Racism in America began during the days of the early settlers of this nation with the maltreatment of the American Indian and the institution of slavery. The American Indian and the African-American were “scarcely” considered “as human species”. There was no “penalty for a master killing a slave as a result of punishment”. Magistrates of the time were little better than the slave-owners. The magistrates were often “in a perfect state of war…man against man. Settlement of these “wars” was by blows or at other times by law. Men were “left dependent upon their native tempers and on the spur of uncertain industry”.1
The maltreatment of the American Indian and the institution of slavery were by-products of moral depravation that characterized America during its earliest settlement. This moral depravation was produced by two factors. They were 1) many early settlers were either non-Christians or backslidden.2 2) Life for the settlers was HARD. Many settlers were not equipped to deal with the hardship of early settlement life. They were an “uncouth and…partially wild society”3 and sought a “way out” of the hardship.
Religion in America did little to offset the moral depravation because it was Calvinistic. Evidently the doctrine of predestination that taught, “the elect were determined by the sovereign will of God” did not change the hearts and minds of early Caucasian settlers toward the American Indian and the African. To the contrary, it might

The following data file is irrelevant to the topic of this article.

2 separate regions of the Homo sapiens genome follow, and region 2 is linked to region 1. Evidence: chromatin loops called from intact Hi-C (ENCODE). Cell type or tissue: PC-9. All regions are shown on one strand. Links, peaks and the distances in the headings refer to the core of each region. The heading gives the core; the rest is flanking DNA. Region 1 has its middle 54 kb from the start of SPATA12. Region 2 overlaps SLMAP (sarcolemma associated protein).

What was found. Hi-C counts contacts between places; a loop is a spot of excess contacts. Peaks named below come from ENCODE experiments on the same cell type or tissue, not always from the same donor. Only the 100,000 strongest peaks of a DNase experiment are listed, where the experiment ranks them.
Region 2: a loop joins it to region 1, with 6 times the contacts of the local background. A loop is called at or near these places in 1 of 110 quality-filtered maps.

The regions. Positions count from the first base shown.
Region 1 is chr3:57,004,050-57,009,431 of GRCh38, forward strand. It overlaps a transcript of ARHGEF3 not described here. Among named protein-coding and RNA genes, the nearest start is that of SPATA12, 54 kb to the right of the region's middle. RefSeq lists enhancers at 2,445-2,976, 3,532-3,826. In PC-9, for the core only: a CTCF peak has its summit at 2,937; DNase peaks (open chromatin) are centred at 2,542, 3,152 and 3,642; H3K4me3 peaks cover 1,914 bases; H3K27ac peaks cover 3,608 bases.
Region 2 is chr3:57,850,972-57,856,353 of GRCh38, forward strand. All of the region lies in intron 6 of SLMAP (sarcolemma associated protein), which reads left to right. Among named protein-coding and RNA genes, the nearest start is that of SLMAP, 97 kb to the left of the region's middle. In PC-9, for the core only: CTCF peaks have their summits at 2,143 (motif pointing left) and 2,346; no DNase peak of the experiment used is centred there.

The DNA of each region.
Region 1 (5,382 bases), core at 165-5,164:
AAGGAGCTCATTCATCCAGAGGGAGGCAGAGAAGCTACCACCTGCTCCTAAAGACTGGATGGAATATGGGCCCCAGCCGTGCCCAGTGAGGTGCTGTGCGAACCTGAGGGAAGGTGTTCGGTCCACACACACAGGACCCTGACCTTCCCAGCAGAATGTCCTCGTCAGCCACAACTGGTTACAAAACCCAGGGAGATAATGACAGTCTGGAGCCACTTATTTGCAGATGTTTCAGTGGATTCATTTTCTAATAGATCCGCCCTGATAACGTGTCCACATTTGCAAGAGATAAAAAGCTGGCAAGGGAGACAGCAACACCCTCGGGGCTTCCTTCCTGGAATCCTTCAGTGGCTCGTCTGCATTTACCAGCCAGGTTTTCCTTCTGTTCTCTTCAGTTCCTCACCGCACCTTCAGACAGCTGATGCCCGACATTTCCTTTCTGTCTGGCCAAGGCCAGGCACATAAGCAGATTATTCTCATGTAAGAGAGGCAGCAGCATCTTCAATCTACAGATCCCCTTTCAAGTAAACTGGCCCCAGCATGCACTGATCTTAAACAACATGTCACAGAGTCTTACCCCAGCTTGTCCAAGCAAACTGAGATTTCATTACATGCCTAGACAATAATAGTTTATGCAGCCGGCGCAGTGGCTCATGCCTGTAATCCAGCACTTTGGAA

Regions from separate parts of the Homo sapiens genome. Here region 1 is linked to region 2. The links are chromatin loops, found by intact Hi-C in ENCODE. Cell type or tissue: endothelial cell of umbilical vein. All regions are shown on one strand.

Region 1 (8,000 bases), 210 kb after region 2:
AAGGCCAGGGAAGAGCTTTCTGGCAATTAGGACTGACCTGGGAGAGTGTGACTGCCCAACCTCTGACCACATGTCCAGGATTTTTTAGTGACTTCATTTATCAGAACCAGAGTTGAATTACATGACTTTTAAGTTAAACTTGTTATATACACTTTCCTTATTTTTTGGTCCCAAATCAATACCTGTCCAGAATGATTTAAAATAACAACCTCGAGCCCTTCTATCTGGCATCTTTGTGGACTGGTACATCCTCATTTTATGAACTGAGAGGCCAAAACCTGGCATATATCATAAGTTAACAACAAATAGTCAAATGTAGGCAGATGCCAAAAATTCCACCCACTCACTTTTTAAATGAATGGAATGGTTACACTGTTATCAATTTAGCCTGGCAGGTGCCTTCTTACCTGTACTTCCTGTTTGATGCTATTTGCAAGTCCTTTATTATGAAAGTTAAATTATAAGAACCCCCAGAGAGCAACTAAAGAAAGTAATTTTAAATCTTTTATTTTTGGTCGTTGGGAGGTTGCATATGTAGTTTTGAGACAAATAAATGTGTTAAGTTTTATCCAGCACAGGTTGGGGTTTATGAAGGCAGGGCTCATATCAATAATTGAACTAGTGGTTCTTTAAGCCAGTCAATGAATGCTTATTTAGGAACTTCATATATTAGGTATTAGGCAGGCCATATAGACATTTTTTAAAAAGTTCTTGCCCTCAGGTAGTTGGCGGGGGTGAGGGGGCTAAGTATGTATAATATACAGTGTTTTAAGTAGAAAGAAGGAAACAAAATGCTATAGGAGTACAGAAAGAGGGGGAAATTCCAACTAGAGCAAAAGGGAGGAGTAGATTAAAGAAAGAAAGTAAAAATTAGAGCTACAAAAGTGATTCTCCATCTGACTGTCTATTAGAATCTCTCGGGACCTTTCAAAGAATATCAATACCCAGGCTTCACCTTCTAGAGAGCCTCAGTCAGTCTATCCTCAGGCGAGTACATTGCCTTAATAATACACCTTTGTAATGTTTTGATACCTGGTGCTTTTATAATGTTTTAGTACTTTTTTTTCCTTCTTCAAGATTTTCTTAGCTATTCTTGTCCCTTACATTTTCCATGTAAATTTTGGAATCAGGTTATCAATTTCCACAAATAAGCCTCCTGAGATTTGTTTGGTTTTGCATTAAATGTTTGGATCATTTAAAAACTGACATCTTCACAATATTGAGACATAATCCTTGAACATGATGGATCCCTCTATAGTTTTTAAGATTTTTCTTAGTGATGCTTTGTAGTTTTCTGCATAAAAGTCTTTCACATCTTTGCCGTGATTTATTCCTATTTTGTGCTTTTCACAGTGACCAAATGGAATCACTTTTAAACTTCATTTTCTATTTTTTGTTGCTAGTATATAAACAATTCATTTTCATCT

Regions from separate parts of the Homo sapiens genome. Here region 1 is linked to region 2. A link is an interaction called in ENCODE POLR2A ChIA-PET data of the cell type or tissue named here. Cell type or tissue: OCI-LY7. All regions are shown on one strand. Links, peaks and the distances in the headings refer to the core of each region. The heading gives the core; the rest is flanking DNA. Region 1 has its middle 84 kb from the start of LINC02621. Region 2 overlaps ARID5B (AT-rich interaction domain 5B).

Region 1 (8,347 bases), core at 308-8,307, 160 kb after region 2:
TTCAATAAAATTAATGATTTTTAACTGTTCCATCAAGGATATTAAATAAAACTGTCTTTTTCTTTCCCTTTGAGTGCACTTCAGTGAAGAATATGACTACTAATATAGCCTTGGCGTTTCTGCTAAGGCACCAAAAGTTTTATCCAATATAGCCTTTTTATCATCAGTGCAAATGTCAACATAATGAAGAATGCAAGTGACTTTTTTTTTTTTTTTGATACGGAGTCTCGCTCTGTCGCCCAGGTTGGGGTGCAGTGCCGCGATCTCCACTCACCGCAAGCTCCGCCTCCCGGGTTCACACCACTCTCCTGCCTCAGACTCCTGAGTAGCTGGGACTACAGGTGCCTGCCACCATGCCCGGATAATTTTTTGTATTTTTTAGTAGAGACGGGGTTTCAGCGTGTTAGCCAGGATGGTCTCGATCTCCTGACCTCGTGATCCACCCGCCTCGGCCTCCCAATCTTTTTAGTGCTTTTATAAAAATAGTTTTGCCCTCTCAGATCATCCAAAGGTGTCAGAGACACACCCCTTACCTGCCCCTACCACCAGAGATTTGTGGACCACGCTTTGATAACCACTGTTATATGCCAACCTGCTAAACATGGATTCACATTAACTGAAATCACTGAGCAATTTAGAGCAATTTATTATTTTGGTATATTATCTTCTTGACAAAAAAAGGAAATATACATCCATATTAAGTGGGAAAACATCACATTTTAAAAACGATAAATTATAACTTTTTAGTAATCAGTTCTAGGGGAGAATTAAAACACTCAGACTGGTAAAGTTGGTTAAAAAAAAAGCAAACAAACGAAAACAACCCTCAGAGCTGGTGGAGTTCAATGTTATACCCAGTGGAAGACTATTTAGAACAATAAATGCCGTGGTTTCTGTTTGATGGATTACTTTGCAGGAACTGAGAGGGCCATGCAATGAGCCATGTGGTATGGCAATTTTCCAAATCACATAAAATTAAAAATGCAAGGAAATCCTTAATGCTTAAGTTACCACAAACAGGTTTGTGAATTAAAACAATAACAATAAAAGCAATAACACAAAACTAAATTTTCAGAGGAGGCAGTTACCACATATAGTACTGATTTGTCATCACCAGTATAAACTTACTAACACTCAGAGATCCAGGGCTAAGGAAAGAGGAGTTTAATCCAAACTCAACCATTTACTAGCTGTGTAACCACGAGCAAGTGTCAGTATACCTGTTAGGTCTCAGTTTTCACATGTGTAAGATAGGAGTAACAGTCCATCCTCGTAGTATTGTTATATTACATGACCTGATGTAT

have aided the racism. For if one is taught, “God did not intend everyone to go to Heaven”, it is quite possible to convince oneself that American Indians and native Africans are among those counted as an anathema.
Against this backdrop of moral decline and popularly handicapped religion entered Wesleyan holiness preaching. This type of preaching 1) was based on Arminian theology that taught, “salvation is for all” 2) emphasized holiness of heart 3) was rooted in Pietism that in addition to the possibility of a firm personal experience with God that [positively] affects the Christian’s manner of life, emphasized social reform. The result of such preaching was a heart felt conviction that the barbarous institution of slavery was a sin and the impetus to eradicate it from American life.
The Holy Ghost outpouring at Azusa Street Mission in Los Angeles, California fell upon a Wesleyan holiness ministry. Because it was Wesleyan holiness, this ministry had a solid spiritual foundation for interracial worship. Wesleyan sanctification teaching under-girded the teaching of Holy Ghost baptism. As a result a Wesleyan-Pentecostal movement was produced that was characterized by interracial worship during a time when racial segregation of Protestant churches was the norm. This characteristic continues today in a Wesleyan-Pentecostal university and Wesleyan-Pentecostal ministries.